These days, poodle mixes are popular household pets because they make excellent family dogs and have unmatched energy. There are many different Poodle combinations to select from, including Goldendoodles and Bernedoodles, many of which have lengthy lifespans.
A cross between a Poodle and a Bernese Mountain Dog, a Bernedoodle is a beautiful, multicoloured puppy with curly hair. This affectionate, kind breed is well-liked as a therapy dog and is the ideal playmate for young children. If you’re thinking about getting a Bernedoodle, you may be curious about how long this cute dog will live.
Everything you need to know about the typical lifespan of a Bernedoodle is provided here.
How Long Do Bernedoodles Live?
Depending on their size, Bernedoodles usually live between 12 and 18 years.Since little dogs are known to live longer, larger Bernedoodles typically have lower lifespans than smaller ones. Although the precise cause of this is uncertain, some experts speculate that it may be because larger dogs have difficulty managing medical concerns as they age compared to smaller dogs. Often, this results in early euthanasia.
Furthermore, compared to purebreds, mixed breeds frequently have less health issues. Poodles and Bernese Mountain Dogs are mixed to create Bernedoodles, who often live longer, healthier lives than purebred puppies. Nevertheless, the lifespan of Bernese Mountain Dogs is only seven years, and they have some fatal health disorders on their side.
The average lifespan for each variety of Bernedoodle is as follows:
Bernedoodle lifespan standard: 12 to 15 years.
Bernedoodle miniatures: 14–16 years old.
Bernedoodle toys: 18 years and up.
Typical Bernedoodle Health Problems
These are some typical health issues that Bernedoodles face.
Elbow and Hip Dysplasia
Abnormalities of the hip and elbow joints, known as hip and elbow dysplasia, can eventually result in pain, reduced range of motion, and arthritis. These ailments are prevalent in Bernedoodles and may manifest as they age.
Increasing Loss of Vision
Bernedoodles are also susceptible to another hereditary condition called Progressive Retinal Atrophy (PRA). PRA-affected dogs frequently have nighttime vision problems, which can potentially lead to total blindness. Fortunately, the condition progresses slowly, and many dogs are able to live long, rewarding lives despite becoming blind.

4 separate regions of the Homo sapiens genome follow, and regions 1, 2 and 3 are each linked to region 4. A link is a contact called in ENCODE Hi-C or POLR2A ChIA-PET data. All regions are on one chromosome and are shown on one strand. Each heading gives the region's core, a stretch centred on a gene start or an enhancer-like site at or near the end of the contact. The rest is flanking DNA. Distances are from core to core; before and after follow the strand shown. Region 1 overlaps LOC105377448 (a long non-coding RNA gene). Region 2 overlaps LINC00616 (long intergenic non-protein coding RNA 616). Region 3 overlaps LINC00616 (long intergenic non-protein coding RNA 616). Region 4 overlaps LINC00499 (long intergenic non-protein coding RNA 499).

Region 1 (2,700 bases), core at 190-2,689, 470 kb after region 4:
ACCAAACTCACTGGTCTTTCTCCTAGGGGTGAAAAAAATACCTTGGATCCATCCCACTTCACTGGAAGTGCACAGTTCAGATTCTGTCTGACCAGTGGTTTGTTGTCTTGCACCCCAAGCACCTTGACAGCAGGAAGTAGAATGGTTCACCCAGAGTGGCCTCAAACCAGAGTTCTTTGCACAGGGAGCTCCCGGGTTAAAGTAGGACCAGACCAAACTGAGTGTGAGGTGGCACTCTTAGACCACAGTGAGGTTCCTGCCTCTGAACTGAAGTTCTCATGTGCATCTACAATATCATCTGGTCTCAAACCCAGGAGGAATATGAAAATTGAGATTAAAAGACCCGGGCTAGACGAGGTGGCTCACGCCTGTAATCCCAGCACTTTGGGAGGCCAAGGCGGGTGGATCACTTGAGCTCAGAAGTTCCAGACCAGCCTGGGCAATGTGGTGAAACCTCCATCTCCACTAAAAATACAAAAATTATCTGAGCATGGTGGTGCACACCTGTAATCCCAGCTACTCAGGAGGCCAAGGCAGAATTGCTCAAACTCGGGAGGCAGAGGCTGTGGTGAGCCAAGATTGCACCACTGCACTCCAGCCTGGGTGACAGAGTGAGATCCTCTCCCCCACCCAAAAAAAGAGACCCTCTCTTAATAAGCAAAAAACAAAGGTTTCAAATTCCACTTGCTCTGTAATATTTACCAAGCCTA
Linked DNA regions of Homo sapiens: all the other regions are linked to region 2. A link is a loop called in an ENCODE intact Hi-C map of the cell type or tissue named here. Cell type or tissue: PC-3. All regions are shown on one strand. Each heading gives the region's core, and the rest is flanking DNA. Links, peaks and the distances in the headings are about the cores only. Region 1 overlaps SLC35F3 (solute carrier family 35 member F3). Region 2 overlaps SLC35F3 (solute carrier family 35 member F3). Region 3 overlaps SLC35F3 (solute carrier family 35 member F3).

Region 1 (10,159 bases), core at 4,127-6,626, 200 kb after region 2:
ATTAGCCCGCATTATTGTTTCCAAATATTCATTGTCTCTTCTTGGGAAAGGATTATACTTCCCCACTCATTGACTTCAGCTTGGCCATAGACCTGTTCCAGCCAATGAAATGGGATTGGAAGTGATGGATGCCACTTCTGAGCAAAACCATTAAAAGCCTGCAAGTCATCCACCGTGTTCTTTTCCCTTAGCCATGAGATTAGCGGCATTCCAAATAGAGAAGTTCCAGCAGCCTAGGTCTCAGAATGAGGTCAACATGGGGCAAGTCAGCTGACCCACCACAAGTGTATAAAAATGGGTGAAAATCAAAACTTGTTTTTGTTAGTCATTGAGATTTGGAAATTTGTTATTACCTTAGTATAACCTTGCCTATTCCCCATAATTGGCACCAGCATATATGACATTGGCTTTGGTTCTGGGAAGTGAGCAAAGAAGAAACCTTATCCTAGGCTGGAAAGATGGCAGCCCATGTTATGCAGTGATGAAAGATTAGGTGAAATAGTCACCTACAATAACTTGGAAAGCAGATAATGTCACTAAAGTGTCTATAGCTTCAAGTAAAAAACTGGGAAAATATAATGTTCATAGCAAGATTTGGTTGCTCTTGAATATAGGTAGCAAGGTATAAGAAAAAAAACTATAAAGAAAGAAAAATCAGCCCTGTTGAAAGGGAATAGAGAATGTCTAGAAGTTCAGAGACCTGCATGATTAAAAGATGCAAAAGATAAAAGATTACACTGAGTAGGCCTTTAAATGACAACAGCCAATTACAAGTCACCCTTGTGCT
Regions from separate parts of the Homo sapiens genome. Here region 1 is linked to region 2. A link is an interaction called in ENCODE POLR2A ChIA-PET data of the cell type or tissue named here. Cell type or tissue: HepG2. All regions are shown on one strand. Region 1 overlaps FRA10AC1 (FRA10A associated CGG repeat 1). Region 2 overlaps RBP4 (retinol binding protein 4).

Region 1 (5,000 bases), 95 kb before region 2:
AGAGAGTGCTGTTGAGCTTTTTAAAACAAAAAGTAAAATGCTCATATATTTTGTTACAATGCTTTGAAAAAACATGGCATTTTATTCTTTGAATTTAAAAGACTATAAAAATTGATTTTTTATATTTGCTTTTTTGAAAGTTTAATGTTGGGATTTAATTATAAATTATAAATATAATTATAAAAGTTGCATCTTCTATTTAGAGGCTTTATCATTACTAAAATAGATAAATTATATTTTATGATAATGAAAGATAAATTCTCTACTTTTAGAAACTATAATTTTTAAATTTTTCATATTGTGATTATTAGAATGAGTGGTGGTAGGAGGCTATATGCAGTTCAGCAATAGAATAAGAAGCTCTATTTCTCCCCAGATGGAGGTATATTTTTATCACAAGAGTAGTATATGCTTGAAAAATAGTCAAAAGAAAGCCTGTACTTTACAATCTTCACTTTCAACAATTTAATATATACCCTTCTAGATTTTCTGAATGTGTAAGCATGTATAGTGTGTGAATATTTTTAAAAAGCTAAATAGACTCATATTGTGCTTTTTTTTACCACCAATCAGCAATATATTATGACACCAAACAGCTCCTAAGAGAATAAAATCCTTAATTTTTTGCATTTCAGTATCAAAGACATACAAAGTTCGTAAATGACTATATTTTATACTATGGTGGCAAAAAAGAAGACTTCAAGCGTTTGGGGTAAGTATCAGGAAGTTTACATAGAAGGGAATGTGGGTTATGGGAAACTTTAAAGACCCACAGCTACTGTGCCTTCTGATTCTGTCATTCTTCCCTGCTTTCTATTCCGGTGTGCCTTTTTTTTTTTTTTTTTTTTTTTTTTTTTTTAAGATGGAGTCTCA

Bernedoodles can inherit the cardiac condition that frequently affects Bernese Mountain Dogs. Although there are many different kinds of hazardous heart disorders, you may assist your dog avoid major issues by keeping it in good health and at a healthy weight.
Thyroid problems are common in Poodles, and Bernedoodles may inherit this condition from their parents. When your thyroid does not create enough hormones, it is called hypothyroidism. This condition can cause behavioural abnormalities, skin problems, hair loss, lethargy, and weight gain in puppies. Fortunately, your dog can still live a long and healthy life if given the appropriate treatment.
Gastric Dilatation-Volvulus (GDV)
Bloating is common in Bernedoodles, but so is Gastric Dilatation-Volvulus (GDV), a potentially fatal illness that causes the stomach to rapidly and violently distend. A dog that has gastric diversion will usually have continuous vomiting and gastric malpositioning as a result of its stomach filling with liquids and gas. The organs will undoubtedly be impacted by this illness, which may cause a rapid death. It is more prevalent in larger Bernedoole breeds.
Numerous allergies that affect bernesedoodles can result in rashes, ear infections, hair loss, and other uncomfortable symptoms. Determining your dog’s allergy is crucial in order to stop these outward signs and prevent more exposure.
Bernedoodles are at an equivalent risk to Bernese Mountain Dogs due to their susceptibility to multiple deadly malignancies. All dog breeds are susceptible to cancer, but Bernedoodles are more likely to develop a more lethal form of the disease.
Von Willebrand’s Disease